On whether there are any companies to worry about that won’t survive the current lockdown:

I do think [that] if you went into this with a lot of debt, if you didn’t use the last six to nine months to get your financial house in order and you went into this with a lot of debt, it could tip you over. It’s quite possible. I wouldn’t want to speculate on Sun International – whether that will happen to them or not. I know they have quite a heavy debt load. But the other thing one has to say is that these businesses, like Sun International, like Tsogo, like City Lodge – they’ve also learned how to manage their businesses with a much lower cost base and in line with government regulations and maintain their business.

So, they’ve learned from the previous lockdowns. This lockdown, hopefully, is only two weeks. I think most businesses should be able to see through it. It’s tough. It pushes out what you wanted to do by another two weeks or a month or however long it takes. It’s hard, but I think most businesses will have learned from previous lockdowns and are facing this one with a bit more confidence.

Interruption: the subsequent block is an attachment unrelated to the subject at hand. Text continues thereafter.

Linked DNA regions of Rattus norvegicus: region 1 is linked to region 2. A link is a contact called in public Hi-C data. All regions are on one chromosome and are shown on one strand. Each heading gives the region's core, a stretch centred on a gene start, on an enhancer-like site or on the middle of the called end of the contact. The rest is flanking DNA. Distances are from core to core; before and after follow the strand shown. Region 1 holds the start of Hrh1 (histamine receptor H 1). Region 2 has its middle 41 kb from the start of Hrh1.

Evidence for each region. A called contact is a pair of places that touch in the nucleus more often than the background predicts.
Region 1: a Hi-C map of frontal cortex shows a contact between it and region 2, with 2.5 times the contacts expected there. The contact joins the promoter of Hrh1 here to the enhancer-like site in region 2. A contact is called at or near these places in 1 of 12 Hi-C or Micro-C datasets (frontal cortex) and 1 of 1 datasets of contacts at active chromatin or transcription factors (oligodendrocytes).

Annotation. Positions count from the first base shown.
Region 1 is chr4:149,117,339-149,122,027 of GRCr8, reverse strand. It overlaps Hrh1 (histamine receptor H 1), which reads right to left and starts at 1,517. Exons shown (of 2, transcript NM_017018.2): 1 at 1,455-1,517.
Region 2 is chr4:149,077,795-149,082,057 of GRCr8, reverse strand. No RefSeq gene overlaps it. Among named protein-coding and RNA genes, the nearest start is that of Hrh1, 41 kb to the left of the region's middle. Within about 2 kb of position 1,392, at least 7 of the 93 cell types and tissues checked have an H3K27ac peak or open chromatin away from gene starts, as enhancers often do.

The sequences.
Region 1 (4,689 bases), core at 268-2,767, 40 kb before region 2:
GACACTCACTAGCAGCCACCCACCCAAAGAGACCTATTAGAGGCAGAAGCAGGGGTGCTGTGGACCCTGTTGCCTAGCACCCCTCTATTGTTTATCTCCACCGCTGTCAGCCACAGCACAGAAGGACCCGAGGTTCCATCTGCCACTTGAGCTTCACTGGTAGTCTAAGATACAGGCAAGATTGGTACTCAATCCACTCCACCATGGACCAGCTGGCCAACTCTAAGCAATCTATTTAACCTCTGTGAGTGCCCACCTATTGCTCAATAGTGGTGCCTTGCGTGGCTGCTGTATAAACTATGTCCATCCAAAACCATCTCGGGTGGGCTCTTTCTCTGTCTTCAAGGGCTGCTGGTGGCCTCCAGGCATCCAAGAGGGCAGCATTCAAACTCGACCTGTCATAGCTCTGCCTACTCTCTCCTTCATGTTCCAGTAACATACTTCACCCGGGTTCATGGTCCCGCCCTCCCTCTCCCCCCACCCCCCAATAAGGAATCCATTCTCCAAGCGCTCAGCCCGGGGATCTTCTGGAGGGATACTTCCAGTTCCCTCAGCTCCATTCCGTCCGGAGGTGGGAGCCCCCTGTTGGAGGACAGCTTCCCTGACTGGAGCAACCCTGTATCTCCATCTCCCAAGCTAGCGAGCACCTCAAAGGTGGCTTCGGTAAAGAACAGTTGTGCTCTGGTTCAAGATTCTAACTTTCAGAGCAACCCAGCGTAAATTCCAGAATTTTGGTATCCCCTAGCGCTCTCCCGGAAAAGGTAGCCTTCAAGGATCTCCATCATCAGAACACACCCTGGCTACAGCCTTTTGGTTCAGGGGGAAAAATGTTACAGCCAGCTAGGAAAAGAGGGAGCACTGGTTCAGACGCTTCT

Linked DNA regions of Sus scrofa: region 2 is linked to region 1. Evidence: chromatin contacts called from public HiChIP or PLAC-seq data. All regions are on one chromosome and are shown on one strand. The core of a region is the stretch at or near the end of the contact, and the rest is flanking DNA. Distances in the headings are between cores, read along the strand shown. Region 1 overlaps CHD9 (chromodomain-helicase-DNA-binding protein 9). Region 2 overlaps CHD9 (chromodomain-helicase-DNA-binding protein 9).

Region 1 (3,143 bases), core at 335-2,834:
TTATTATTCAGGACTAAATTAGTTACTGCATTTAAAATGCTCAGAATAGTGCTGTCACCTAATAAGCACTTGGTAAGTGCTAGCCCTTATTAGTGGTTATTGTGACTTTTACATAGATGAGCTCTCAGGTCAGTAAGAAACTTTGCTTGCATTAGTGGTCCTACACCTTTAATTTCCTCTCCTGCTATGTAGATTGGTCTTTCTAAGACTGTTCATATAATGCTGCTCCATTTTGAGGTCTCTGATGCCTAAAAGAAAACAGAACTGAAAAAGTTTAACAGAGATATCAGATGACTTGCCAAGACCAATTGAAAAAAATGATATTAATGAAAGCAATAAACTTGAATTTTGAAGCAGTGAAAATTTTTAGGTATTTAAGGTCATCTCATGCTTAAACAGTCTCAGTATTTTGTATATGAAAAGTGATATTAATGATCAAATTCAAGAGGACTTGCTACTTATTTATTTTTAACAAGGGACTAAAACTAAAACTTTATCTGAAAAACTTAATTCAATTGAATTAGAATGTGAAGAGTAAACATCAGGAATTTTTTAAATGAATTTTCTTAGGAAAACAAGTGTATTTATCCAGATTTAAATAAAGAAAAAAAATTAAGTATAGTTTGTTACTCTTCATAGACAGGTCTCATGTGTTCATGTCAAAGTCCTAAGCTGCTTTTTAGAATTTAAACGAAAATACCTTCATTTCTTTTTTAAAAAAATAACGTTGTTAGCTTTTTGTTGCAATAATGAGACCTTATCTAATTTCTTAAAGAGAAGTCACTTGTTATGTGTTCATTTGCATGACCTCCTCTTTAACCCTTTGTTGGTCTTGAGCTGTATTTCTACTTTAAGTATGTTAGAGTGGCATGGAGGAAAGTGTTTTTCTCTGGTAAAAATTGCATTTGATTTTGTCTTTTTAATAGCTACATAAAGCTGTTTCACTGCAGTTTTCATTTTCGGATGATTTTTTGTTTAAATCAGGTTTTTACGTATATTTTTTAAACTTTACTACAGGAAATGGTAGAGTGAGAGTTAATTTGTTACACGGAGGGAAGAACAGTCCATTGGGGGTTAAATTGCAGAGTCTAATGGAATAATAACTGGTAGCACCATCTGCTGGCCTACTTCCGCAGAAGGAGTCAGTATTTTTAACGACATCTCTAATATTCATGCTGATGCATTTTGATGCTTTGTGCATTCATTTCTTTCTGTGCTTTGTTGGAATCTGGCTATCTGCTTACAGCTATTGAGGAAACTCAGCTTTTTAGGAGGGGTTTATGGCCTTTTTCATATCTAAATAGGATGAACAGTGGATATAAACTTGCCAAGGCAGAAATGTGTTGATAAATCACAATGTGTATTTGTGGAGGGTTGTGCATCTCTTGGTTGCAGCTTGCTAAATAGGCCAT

On the tough position that the restaurant industry is facing with another lockdown:

I think there are very few listed companies that will be exposed. Spur would be an obvious example, but there’s a lot of takeaways as well. They’re financially strong. They’ll be able to see through the two week period. Famous Brands has mostly takeaways, which won’t really be that affected by this. And so they will be able to see it through. So I think they’re OK. It’s the mom and pop shops that are the main problem. It’s the neighbourhood shop, the mom and pop shop, that enterprise that has two or three people working there – those are the ones that I feel very sorry for, that are really facing some tough times.